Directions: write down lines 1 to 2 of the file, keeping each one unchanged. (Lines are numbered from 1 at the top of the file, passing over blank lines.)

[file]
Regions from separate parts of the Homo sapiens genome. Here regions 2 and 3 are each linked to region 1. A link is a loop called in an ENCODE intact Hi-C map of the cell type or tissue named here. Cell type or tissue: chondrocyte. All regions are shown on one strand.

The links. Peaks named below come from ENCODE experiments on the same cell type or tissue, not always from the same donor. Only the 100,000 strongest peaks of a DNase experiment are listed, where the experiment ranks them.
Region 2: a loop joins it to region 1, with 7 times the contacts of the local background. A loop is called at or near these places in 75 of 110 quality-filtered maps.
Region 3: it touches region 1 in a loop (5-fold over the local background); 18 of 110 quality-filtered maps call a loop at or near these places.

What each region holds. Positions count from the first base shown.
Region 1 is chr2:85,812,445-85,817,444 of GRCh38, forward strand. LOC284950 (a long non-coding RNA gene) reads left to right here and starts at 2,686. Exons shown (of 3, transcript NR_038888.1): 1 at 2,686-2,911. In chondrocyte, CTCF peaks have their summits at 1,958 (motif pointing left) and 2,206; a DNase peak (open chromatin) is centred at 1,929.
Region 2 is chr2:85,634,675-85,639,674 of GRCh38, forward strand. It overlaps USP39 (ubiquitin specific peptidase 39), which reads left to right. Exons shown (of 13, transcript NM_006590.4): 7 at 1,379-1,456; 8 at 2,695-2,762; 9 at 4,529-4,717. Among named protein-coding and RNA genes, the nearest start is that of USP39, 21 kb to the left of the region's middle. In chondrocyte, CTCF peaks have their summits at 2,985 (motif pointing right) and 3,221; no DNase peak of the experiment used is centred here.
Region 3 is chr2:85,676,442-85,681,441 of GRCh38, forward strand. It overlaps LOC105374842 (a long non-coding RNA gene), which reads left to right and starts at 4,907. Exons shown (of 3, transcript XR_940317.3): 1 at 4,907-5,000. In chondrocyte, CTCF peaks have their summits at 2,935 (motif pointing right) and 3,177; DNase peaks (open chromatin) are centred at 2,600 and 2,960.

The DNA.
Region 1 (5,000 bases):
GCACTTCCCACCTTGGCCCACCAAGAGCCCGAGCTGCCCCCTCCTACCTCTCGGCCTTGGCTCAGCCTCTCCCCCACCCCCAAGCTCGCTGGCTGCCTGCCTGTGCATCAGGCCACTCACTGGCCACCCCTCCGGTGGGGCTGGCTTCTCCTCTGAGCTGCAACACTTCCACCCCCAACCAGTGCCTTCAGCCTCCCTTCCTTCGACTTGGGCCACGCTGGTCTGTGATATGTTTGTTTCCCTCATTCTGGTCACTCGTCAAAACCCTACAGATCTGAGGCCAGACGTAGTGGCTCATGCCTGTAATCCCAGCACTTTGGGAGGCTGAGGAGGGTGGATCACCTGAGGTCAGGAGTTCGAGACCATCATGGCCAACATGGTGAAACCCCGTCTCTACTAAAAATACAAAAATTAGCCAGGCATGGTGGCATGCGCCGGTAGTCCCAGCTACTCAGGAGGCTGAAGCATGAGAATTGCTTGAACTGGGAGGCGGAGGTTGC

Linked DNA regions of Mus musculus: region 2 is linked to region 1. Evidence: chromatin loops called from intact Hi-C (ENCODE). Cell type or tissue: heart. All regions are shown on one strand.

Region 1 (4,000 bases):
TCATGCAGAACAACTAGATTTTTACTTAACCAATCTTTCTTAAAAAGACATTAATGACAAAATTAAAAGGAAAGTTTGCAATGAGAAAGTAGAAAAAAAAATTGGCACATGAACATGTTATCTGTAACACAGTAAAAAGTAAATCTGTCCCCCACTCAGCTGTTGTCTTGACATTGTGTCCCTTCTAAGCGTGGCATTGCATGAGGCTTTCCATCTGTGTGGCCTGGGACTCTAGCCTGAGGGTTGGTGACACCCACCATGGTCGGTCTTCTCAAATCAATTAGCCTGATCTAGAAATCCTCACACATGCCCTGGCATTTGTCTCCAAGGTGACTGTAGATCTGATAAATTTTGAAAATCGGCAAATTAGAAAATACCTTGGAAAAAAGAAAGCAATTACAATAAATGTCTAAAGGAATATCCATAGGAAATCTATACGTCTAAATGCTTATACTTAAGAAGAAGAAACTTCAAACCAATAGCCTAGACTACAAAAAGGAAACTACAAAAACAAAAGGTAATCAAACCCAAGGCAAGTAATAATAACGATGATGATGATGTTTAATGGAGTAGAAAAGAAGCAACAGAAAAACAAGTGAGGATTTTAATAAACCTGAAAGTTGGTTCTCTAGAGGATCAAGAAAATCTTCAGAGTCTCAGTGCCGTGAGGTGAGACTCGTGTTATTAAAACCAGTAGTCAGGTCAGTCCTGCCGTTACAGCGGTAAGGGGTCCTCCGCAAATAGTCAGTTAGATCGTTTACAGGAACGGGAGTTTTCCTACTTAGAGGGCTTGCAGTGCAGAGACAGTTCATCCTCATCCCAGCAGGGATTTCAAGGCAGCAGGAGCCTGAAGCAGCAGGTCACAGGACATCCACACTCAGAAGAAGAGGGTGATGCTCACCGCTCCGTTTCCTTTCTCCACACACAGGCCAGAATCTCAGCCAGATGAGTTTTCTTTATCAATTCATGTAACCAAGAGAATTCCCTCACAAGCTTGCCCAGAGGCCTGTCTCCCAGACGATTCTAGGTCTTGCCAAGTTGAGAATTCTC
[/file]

Regions from separate parts of the Homo sapiens genome. Here regions 2 and 3 are each linked to region 1. A link is a loop called in an ENCODE intact Hi-C map of the cell type or tissue named here. Cell type or tissue: chondrocyte. All regions are shown on one strand.

The links. Peaks named below come from ENCODE experiments on the same cell type or tissue, not always from the same donor. Only the 100,000 strongest peaks of a DNase experiment are listed, where the experiment ranks them.